I smiled at the summer sky before opening my book for magical botany.


“Ahh! Skipping through the forests of beauty at the dead of night, racing into the awaiting yonder! Could life get any better?” I grinned as I jumped across the boulders lacing the riverbank.

Silena grunted in consent as she smacked flies.

Our dragon hunt was going quite well. We weren’t caught by the guards, which was a first, and we had made it into the forest alive, again a first.

Viorel was unusually quiet, so I whispered, “Afraid of the dark?”

He laughed softly. “Unfortunately, no.”

I frowned. “Unfortunately?”

“Now I’m forced to ruin my beauty sleep and endure a midnight trip with you two.” He looked at me inquiringly. “Are there bags under my eyes?”

Silena strode in next to us, nudging him. “No, Mr Handsome, you’re looking just fine. I believe if you remove all that powder from your face, you’ll look less like the preserved body of a sloth from 65.7 million years ago and more like a slightly misfigured ape.”

Our laughter rang out into the night. I came up with the idea of splitting up so we could cover more space; we could use magic to communicate with each other or, if necessary, teleport out of the forest.

Viorel entered an area with dense undergrowth and Silena took to the west, whilst I followed a trickling stream. Suddenly, I slipped and fell to the floor; glancing back, I noticed a side path almost invisible amidst the crowded trees.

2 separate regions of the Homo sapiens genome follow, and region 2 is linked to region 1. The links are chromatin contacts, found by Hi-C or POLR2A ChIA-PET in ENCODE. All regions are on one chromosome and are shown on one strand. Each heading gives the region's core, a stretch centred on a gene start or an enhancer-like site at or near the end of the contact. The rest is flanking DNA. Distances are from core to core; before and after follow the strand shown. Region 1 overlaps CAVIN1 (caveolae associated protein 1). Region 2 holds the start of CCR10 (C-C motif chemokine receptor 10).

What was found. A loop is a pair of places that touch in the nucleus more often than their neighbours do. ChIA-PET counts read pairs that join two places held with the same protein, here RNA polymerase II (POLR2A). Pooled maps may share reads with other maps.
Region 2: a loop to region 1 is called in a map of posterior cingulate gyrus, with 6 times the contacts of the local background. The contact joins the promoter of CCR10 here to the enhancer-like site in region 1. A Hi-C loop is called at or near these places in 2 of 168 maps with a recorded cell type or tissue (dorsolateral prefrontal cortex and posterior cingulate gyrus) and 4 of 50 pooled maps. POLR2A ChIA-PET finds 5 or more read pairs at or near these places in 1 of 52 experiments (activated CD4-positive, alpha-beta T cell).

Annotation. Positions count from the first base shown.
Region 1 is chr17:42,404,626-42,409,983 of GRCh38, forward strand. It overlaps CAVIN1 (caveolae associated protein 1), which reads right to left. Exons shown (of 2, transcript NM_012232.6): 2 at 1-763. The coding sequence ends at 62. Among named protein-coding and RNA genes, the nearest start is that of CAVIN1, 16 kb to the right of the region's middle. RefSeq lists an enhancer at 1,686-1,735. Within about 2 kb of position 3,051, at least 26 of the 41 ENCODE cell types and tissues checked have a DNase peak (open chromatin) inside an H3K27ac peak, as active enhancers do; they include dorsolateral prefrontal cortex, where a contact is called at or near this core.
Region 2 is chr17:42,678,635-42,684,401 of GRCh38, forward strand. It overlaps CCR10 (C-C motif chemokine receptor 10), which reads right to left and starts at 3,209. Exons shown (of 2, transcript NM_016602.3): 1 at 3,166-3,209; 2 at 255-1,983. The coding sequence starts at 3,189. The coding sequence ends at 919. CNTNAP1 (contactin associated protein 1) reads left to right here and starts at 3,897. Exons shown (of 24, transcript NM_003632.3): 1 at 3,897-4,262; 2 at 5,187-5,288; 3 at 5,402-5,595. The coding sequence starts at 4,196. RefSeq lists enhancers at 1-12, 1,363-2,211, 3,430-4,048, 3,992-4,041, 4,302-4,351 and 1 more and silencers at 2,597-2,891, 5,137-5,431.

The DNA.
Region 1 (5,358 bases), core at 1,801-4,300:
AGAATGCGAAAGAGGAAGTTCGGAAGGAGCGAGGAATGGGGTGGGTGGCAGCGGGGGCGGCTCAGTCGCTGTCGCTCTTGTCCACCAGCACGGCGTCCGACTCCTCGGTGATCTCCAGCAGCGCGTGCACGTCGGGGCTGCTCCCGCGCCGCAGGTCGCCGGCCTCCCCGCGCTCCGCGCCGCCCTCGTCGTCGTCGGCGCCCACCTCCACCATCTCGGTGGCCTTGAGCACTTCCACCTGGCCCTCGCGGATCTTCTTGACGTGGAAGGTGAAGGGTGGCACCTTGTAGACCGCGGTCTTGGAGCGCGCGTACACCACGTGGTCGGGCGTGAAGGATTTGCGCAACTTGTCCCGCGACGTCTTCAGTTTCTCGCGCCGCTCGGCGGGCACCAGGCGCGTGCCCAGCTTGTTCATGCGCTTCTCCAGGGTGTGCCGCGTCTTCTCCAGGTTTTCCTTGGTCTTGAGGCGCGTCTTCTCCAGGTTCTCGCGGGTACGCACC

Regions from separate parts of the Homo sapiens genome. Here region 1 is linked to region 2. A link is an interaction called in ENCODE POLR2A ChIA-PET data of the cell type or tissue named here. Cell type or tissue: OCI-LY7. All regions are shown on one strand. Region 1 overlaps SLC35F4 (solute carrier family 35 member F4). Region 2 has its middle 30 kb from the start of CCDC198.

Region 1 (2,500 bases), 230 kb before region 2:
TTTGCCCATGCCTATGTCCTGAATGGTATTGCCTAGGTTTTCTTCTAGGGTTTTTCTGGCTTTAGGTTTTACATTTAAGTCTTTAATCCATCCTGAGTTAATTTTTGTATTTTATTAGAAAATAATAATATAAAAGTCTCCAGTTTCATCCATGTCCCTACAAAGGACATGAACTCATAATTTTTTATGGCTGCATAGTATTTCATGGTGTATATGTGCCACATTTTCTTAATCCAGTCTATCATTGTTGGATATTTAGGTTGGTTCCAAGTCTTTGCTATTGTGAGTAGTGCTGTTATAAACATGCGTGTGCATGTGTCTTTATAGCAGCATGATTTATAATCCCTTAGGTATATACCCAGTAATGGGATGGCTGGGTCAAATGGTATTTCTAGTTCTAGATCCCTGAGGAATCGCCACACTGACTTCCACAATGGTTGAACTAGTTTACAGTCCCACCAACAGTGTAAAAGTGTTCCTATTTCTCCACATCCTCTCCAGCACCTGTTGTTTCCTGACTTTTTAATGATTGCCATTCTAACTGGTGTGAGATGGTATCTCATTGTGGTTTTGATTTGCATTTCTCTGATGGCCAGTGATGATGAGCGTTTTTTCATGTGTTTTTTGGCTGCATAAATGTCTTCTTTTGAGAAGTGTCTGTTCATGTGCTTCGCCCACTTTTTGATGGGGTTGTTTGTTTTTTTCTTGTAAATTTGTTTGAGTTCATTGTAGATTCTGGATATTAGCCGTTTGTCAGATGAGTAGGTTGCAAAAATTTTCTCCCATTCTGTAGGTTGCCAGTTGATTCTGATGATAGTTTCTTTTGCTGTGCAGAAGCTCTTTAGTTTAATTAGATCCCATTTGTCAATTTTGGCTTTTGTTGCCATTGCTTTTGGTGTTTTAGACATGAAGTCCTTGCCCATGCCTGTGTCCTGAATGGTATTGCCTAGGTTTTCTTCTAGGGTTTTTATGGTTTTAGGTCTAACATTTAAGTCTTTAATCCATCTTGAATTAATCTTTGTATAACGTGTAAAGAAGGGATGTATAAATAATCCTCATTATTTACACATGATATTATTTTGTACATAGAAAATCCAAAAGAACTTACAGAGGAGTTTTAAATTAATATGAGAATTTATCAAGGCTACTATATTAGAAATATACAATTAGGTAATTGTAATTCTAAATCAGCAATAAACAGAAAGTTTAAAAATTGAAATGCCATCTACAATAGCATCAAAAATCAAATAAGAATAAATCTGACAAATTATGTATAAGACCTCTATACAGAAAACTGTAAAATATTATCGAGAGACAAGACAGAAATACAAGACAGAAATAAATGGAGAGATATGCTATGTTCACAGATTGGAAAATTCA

I tiptoed along this secret path when a streak of blue hit my eyes. Water, I thought, as Perry’s poem came to my mind. Dazzling blue – this must be it!

I ran swiftly till the blue enlarged to become an entire lake of reflective water. The breathtaking scene lured me closer, my eyes glued to the impeccable surface of the water. It was…miraculous. The way the surface rippled even when there was no breeze; the way it remained a brilliant blue, even though the sky was an ominous onyx.

I gazed into the depths of the lake, mesmerized by its heartbreaking beauty. Slowly, I placed my hand against the glass-like surface, the invisible water particles clinging to my skin. I deeply inhaled, savoring the wondrous moment, when I felt a slight tremor.

I remained unmoving. Just when I thought I’d imagined it, I felt it again, stronger. Then it repeated, faster and faster, gaining more power each time.

Suddenly, the water parted, making way for a creature to rise over 80 feet into the sky. The dazzling blue was not the water’s surface, but the scaled skin of a mighty dragon. Its colossal wings spread to a length of 65 feet, two burning flames on the outside, gorgeous green on the inside; from its legs, an electric ebonite, to its mane, a sky blue.

I gawked in utter shock as the creature’s eyes leveled with mine. It stared right through my soul. My heart was beating maniacally, but I stayed still. Silent. Hoping it wouldn’t notice me.

I didn’t realize I was holding my breath till I let it out. The dragon growled. I blinked.

It pounced.